The “conversation” plays out in seven themes, starting with “Waist/Waist Down” (which includes a 1937 black and white Schiaparelli number worn by Madonna’s latest film subject, Wallis Simpson, sitting next to a very similar recent look from Prada). It continues with “Ugly Chic,” “Naif Chic,” “The Classical Body,” “The Exotic Body,” and finally, “The Surreal Body.” The galleries featuring iconic ensembles by the designers are paired with videos, directed by Baz Luhrmann, with made-up conversations between the two women (the idea for these “impossible conversations” was inspired by a Vanity Fair series of unimaginable exchanges in the thirties). Here, a few images from the exhibition.
When we set out to tell the story of 2011 by the numbers, one loomed especially large: 661,509, the record-breaking number of visitors who lined up, often for hours at a time, to see the Costume Institute’s Alexander McQueen: Savage Beauty (left) at the Met.
But it wasn’t just a banner year for the Met and the late, great McQueen; designers and museums forged a strong bond this year, one that looks likely to continue well into the next. Museums across the globe invited designers into their halls and the results have made for some of the best exhibitions in memory.
During Couture week, Hussein Chalayan opened a retrospective at Paris’ Musée des Arts Decoratifs, where next year, Marc Jacobs and his work for Louis Vuitton will take up residence. The City of Light also played host to Ralph Lauren and his collection of automobiles (it also now boasts an enormous new RL store and restaurant, one of the town’s new favorite spots for burgers). And Florence is the new home of the Museo Gucci, opened during Milan’s Spring 2012 week with all due fanfare, and a Blondie performance to boot.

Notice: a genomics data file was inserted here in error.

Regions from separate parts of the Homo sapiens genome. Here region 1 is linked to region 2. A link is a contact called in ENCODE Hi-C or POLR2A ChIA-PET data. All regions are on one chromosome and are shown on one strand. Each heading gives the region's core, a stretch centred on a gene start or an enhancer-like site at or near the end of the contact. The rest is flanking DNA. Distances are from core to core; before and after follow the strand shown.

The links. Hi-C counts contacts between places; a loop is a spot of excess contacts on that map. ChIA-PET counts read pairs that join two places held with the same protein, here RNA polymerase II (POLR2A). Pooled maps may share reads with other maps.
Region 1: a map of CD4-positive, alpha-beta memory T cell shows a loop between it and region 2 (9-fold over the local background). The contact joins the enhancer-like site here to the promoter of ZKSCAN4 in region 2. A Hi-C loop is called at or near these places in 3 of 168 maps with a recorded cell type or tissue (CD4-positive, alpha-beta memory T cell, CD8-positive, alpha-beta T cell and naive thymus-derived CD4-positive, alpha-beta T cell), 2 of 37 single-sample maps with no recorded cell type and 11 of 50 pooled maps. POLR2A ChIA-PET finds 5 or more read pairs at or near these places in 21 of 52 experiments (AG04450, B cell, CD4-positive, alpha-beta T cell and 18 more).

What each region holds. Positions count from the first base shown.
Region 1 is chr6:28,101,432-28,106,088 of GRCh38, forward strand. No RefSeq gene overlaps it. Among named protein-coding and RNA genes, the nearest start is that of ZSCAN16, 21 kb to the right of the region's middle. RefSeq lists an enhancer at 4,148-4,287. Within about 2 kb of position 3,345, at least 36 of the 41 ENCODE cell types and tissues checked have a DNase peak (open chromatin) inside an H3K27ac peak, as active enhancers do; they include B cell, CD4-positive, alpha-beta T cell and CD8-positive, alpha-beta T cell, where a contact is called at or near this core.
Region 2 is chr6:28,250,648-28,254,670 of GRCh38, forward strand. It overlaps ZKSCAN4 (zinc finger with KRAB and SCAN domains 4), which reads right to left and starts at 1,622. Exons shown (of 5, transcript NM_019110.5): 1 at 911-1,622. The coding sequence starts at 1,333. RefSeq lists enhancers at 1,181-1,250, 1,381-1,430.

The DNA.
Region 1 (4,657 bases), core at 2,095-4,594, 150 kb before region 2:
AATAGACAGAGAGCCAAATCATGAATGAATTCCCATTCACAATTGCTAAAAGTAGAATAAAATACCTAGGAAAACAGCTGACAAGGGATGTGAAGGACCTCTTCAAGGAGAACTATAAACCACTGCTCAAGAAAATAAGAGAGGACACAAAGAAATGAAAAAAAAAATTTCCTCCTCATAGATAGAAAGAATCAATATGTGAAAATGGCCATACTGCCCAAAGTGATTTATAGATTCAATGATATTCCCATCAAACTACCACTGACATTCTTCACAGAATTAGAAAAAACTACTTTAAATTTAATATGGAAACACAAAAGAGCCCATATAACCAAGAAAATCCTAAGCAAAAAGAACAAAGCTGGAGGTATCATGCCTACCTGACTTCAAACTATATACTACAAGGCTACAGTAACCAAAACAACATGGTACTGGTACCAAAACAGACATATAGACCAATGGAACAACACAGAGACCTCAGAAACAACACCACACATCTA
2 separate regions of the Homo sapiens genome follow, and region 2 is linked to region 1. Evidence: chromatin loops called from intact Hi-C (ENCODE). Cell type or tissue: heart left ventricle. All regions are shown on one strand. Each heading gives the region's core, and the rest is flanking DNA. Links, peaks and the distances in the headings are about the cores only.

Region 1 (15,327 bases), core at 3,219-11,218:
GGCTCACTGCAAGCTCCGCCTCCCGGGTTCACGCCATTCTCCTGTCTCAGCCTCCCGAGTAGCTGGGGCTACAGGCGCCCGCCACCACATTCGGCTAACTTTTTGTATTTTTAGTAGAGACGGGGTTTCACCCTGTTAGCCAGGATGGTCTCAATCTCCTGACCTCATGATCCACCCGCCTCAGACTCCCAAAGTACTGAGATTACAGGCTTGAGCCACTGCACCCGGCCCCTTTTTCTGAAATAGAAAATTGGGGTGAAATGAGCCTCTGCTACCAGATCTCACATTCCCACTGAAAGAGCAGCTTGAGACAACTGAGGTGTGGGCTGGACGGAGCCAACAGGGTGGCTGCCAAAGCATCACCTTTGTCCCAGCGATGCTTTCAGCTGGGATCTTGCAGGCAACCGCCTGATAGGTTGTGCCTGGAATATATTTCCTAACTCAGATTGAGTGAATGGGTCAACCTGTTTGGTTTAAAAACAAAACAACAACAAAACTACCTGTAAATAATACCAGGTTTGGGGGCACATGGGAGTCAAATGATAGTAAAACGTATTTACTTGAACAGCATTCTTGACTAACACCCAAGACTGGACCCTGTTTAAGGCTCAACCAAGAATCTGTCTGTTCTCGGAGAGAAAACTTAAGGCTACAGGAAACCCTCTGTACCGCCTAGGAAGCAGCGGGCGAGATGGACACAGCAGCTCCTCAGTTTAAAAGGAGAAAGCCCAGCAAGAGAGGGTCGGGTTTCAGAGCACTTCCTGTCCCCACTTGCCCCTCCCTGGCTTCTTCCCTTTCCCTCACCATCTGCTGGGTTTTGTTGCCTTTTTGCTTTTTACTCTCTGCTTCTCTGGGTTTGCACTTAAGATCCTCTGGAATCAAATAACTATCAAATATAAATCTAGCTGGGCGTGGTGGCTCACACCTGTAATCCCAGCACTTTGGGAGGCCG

In America, socials flocked to San Francisco for the opening of Balenciaga and Spain (which also traveled to New York) and to Dallas for The Fashion World of Jean Paul Gaultier, which debuted earlier this year at Montreal’s Museum of Fine Arts. Just this month, Kate and Laura Mulleavy of Rodarte opened RODARTE: Fra Angelico, a show of the dresses their created for their June presentation at Pitti, at L.A.’s LACMA.
Farther afield, Dior went to Russia, where house jewelry designer Camille Micelli sent us this postcard, for Inspiration Dior, attended, naturally, by a lavish party. And the Netherlands continues to be a slightly off-the-radar destination for fashion’s cultural tourists. A retrospective of the work of Azzedine Alaïa is now on view in Gronningen, outside Amsterdam, and the capital’s contemporary-photo museum, FOAM, which hosted the likes of Jefferson Hack for a panel on What’s Next, which followed a retrospective of work by Inez van Lamsweerde and Vinoodh Matadin—one which eventually became the germ of their new career-spanning anthology, Pretty Much Everything.
Here in New York, the more traditional homes of fashion, like FIT’s Fashion Museum, were busy, too. The museum recently opened the first part of The Great Designers, including Armani, Dior, Givenchy, and McQueen, and plans to open part two in March. Chief curator and museum director Valerie Steele also worked with clotheshorse and collector Daphne Guinness on an exhibition of her own holdings—which, it turns out, Guinness keeps organized via computer database.
Next year, all eyes will be on Miuccia Prada for the next Costume Institute exhibition, Elsa Schiaparelli and Miuccia Prada on Fashion. But before then, there’s a Louboutin retrospective in London to look forward to, on the heels of the shoemaker’s victory-lap 20th anniversary year. And WWD reports today that several fashion labels are taking a renewed interest in their own histories, too. Balmain is ramping up its archival holdings, and Chloé recently brought on an in-house archivist, in anticipation of a retrospective planned for its 60th anniversary next year.